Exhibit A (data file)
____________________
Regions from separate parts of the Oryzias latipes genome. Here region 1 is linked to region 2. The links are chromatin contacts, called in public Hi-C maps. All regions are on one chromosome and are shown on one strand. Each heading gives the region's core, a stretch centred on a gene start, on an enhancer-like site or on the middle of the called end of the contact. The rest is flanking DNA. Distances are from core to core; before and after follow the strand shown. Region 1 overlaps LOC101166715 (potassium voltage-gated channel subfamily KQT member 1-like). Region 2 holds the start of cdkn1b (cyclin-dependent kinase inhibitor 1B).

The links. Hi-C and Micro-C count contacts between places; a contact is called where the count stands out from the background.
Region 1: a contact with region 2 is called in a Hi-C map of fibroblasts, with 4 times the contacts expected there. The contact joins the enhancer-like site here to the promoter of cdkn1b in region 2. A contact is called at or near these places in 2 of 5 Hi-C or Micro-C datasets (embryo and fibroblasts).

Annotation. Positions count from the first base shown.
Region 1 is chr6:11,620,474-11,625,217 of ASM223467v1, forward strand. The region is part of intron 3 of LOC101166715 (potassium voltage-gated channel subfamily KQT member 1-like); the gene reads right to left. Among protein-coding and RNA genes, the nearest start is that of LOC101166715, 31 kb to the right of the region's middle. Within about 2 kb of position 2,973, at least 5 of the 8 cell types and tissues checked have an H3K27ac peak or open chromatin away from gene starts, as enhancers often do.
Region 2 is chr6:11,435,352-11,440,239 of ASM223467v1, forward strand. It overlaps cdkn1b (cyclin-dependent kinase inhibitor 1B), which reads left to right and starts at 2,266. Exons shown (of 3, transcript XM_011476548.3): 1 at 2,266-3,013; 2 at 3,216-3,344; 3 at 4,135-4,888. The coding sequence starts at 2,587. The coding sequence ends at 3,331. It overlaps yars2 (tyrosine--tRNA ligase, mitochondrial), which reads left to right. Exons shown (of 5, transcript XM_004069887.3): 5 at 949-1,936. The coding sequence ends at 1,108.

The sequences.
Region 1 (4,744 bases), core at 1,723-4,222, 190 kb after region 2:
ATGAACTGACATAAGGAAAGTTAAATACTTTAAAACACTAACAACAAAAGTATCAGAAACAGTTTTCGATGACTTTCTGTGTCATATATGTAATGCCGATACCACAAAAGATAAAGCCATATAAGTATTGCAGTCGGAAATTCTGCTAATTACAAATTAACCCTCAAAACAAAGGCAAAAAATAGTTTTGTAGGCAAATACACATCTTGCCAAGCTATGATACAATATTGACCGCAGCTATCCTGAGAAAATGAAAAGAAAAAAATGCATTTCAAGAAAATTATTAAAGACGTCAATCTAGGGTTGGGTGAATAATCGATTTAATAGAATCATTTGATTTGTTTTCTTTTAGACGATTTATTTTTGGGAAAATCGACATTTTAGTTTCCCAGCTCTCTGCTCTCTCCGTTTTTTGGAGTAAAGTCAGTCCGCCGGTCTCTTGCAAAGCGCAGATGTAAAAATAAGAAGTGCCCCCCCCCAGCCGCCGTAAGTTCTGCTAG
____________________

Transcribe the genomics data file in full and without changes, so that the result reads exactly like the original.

Regions from separate parts of the Oryzias latipes genome. Here region 1 is linked to region 2. The links are chromatin contacts, called in public Hi-C maps. All regions are on one chromosome and are shown on one strand. Each heading gives the region's core, a stretch centred on a gene start, on an enhancer-like site or on the middle of the called end of the contact. The rest is flanking DNA. Distances are from core to core; before and after follow the strand shown. Region 1 overlaps LOC101166715 (potassium voltage-gated channel subfamily KQT member 1-like). Region 2 holds the start of cdkn1b (cyclin-dependent kinase inhibitor 1B).

The links. Hi-C and Micro-C count contacts between places; a contact is called where the count stands out from the background.
Region 1: a contact with region 2 is called in a Hi-C map of fibroblasts, with 4 times the contacts expected there. The contact joins the enhancer-like site here to the promoter of cdkn1b in region 2. A contact is called at or near these places in 2 of 5 Hi-C or Micro-C datasets (embryo and fibroblasts).

Annotation. Positions count from the first base shown.
Region 1 is chr6:11,620,474-11,625,217 of ASM223467v1, forward strand. The region is part of intron 3 of LOC101166715 (potassium voltage-gated channel subfamily KQT member 1-like); the gene reads right to left. Among protein-coding and RNA genes, the nearest start is that of LOC101166715, 31 kb to the right of the region's middle. Within about 2 kb of position 2,973, at least 5 of the 8 cell types and tissues checked have an H3K27ac peak or open chromatin away from gene starts, as enhancers often do.
Region 2 is chr6:11,435,352-11,440,239 of ASM223467v1, forward strand. It overlaps cdkn1b (cyclin-dependent kinase inhibitor 1B), which reads left to right and starts at 2,266. Exons shown (of 3, transcript XM_011476548.3): 1 at 2,266-3,013; 2 at 3,216-3,344; 3 at 4,135-4,888. The coding sequence starts at 2,587. The coding sequence ends at 3,331. It overlaps yars2 (tyrosine--tRNA ligase, mitochondrial), which reads left to right. Exons shown (of 5, transcript XM_004069887.3): 5 at 949-1,936. The coding sequence ends at 1,108.

The sequences.
Region 1 (4,744 bases), core at 1,723-4,222, 190 kb after region 2:
ATGAACTGACATAAGGAAAGTTAAATACTTTAAAACACTAACAACAAAAGTATCAGAAACAGTTTTCGATGACTTTCTGTGTCATATATGTAATGCCGATACCACAAAAGATAAAGCCATATAAGTATTGCAGTCGGAAATTCTGCTAATTACAAATTAACCCTCAAAACAAAGGCAAAAAATAGTTTTGTAGGCAAATACACATCTTGCCAAGCTATGATACAATATTGACCGCAGCTATCCTGAGAAAATGAAAAGAAAAAAATGCATTTCAAGAAAATTATTAAAGACGTCAATCTAGGGTTGGGTGAATAATCGATTTAATAGAATCATTTGATTTGTTTTCTTTTAGACGATTTATTTTTGGGAAAATCGACATTTTAGTTTCCCAGCTCTCTGCTCTCTCCGTTTTTTGGAGTAAAGTCAGTCCGCCGGTCTCTTGCAAAGCGCAGATGTAAAAATAAGAAGTGCCCCCCCCCAGCCGCCGTAAGTTCTGCTAG